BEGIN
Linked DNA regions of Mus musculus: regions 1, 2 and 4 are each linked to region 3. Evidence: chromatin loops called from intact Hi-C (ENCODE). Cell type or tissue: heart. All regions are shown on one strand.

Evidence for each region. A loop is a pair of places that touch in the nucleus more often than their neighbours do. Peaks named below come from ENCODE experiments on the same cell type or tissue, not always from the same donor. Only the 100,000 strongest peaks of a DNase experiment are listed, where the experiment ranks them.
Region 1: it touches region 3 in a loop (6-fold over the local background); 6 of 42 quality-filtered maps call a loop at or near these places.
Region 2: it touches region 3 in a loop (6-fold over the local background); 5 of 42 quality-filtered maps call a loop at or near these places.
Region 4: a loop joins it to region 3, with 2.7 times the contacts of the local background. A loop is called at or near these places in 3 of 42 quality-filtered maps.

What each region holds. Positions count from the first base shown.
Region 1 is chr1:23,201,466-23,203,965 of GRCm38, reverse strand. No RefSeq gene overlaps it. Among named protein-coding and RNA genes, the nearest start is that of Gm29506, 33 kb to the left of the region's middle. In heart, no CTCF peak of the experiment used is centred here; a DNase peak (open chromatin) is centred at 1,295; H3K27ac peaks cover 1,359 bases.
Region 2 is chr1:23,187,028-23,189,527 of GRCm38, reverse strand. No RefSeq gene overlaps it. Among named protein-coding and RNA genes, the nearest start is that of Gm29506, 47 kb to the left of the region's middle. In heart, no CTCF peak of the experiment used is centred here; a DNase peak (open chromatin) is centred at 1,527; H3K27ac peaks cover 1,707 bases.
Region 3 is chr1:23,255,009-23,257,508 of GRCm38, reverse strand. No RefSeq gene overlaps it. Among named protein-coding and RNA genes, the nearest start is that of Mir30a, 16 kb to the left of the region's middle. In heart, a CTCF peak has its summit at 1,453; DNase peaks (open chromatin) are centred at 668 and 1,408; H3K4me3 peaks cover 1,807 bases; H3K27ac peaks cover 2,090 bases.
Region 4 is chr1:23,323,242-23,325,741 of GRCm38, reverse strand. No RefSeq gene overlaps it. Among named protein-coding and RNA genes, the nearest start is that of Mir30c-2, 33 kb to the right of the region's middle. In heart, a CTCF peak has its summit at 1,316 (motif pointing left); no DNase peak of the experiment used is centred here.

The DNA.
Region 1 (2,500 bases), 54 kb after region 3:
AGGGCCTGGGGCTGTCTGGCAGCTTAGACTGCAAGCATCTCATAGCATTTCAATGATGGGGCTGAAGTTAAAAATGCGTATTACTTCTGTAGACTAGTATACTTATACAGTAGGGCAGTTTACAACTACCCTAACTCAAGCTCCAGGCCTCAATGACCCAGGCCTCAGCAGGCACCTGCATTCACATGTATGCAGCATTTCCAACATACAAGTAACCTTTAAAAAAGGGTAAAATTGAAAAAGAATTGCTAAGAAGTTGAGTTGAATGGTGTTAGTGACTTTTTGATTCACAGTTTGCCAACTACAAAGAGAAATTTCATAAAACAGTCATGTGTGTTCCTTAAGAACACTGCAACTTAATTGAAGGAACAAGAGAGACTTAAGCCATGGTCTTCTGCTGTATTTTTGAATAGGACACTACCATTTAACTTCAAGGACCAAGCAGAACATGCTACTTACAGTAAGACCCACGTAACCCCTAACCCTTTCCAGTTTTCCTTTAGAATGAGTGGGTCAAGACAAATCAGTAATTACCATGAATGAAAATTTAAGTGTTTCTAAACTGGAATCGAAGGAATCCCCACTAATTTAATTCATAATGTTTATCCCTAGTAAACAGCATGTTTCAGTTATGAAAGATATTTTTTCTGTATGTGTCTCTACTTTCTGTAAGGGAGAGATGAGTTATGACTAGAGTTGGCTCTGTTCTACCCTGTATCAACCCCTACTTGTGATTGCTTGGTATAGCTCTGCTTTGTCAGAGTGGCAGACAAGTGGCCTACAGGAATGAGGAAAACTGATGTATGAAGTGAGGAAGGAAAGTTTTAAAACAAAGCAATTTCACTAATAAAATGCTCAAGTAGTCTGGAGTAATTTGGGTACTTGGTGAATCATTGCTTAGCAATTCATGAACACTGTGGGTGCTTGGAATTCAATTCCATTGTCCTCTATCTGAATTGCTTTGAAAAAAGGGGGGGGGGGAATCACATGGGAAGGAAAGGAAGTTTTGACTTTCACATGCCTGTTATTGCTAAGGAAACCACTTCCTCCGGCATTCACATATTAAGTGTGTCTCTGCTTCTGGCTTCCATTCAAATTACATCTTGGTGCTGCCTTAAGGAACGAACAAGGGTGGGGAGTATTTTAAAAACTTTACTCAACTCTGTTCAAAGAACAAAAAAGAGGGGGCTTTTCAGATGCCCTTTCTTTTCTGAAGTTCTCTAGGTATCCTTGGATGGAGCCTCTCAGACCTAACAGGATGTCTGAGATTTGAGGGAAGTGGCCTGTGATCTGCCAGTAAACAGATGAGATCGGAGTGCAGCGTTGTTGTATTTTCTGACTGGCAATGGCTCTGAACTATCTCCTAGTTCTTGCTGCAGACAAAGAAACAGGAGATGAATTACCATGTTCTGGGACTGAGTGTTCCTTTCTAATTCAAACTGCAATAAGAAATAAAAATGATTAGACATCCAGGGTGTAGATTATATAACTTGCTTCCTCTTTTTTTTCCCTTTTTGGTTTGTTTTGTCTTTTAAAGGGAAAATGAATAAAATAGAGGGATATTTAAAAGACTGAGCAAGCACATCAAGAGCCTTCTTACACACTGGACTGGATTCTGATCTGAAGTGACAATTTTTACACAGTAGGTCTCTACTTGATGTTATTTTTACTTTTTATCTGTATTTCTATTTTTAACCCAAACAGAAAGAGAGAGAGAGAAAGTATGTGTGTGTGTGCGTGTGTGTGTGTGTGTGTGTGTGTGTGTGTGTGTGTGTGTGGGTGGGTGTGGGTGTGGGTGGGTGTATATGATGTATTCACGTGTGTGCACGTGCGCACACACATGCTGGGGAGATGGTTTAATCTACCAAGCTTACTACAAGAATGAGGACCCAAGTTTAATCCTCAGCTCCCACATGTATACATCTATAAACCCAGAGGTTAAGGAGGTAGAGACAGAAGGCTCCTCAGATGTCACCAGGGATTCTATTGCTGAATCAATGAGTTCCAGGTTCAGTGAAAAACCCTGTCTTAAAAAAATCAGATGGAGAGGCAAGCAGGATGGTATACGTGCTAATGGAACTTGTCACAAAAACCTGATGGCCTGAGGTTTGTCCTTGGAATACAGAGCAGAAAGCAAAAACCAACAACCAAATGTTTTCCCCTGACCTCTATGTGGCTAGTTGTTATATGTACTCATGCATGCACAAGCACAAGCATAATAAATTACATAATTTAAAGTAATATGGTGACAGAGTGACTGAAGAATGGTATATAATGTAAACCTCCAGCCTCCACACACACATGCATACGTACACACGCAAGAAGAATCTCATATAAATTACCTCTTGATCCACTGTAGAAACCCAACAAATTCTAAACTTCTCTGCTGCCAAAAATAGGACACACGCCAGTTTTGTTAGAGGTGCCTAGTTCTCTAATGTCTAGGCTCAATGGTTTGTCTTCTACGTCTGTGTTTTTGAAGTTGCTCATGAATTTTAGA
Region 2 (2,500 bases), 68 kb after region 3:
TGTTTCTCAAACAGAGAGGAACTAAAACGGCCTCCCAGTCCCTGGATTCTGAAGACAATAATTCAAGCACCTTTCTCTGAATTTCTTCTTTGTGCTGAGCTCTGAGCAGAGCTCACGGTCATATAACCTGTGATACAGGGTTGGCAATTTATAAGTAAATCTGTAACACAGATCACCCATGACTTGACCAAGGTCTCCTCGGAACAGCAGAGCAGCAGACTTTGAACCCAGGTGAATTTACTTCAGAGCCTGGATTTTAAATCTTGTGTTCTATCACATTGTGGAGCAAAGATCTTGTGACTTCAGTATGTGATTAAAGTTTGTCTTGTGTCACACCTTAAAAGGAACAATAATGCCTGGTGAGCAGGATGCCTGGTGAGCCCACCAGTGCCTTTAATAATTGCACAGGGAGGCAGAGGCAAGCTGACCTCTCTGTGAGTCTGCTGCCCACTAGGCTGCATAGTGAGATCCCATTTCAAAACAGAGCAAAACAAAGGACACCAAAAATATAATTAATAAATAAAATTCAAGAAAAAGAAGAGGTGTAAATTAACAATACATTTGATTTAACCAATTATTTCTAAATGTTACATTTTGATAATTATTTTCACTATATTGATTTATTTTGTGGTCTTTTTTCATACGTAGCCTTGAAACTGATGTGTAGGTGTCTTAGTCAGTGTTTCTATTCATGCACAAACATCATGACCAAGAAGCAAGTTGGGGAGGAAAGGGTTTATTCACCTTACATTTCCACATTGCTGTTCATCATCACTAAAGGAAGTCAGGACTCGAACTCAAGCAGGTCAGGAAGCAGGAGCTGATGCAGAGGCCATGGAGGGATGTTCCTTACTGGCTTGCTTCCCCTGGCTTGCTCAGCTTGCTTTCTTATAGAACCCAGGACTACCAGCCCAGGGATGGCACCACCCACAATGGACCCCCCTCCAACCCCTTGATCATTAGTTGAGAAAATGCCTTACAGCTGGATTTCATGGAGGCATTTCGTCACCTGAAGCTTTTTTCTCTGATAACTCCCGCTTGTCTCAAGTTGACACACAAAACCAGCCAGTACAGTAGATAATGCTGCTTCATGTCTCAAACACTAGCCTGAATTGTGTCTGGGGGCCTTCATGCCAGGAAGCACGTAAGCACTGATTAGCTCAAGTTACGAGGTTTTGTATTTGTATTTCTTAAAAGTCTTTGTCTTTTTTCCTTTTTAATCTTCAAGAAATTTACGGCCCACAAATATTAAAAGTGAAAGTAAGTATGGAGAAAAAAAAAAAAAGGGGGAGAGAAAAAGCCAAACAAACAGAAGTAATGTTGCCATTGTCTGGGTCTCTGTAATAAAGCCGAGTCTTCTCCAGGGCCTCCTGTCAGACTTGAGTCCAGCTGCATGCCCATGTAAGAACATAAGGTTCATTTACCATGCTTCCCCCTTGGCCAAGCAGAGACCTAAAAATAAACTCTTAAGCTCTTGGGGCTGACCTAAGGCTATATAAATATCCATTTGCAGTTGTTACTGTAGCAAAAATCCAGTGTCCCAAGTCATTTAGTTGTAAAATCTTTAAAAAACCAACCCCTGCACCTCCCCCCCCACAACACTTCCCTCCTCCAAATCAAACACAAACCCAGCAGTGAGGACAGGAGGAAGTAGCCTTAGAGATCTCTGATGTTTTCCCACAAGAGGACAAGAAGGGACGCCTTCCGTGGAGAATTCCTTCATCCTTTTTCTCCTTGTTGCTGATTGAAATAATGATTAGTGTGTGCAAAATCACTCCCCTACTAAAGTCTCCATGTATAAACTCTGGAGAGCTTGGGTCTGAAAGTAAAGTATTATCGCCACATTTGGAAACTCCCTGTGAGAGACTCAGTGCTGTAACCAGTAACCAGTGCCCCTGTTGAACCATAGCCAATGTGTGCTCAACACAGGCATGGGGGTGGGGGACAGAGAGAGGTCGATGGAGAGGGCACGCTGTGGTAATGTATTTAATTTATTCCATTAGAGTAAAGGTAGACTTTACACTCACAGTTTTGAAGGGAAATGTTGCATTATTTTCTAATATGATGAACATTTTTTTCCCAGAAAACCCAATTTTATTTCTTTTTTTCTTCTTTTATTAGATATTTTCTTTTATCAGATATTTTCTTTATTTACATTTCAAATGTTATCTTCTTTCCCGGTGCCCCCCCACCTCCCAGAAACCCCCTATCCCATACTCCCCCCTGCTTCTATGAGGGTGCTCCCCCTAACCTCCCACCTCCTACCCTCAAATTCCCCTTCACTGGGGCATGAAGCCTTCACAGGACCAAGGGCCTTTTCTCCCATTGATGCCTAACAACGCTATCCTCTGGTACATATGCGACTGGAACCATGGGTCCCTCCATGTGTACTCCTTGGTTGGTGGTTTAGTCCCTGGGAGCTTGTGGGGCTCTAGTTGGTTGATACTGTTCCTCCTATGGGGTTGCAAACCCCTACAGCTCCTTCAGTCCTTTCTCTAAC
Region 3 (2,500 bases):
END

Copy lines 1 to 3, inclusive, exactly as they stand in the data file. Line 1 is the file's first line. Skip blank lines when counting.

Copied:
Linked DNA regions of Mus musculus: regions 1, 2 and 4 are each linked to region 3. Evidence: chromatin loops called from intact Hi-C (ENCODE). Cell type or tissue: heart. All regions are shown on one strand.

Evidence for each region. A loop is a pair of places that touch in the nucleus more often than their neighbours do. Peaks named below come from ENCODE experiments on the same cell type or tissue, not always from the same donor. Only the 100,000 strongest peaks of a DNase experiment are listed, where the experiment ranks them.
Region 1: it touches region 3 in a loop (6-fold over the local background); 6 of 42 quality-filtered maps call a loop at or near these places.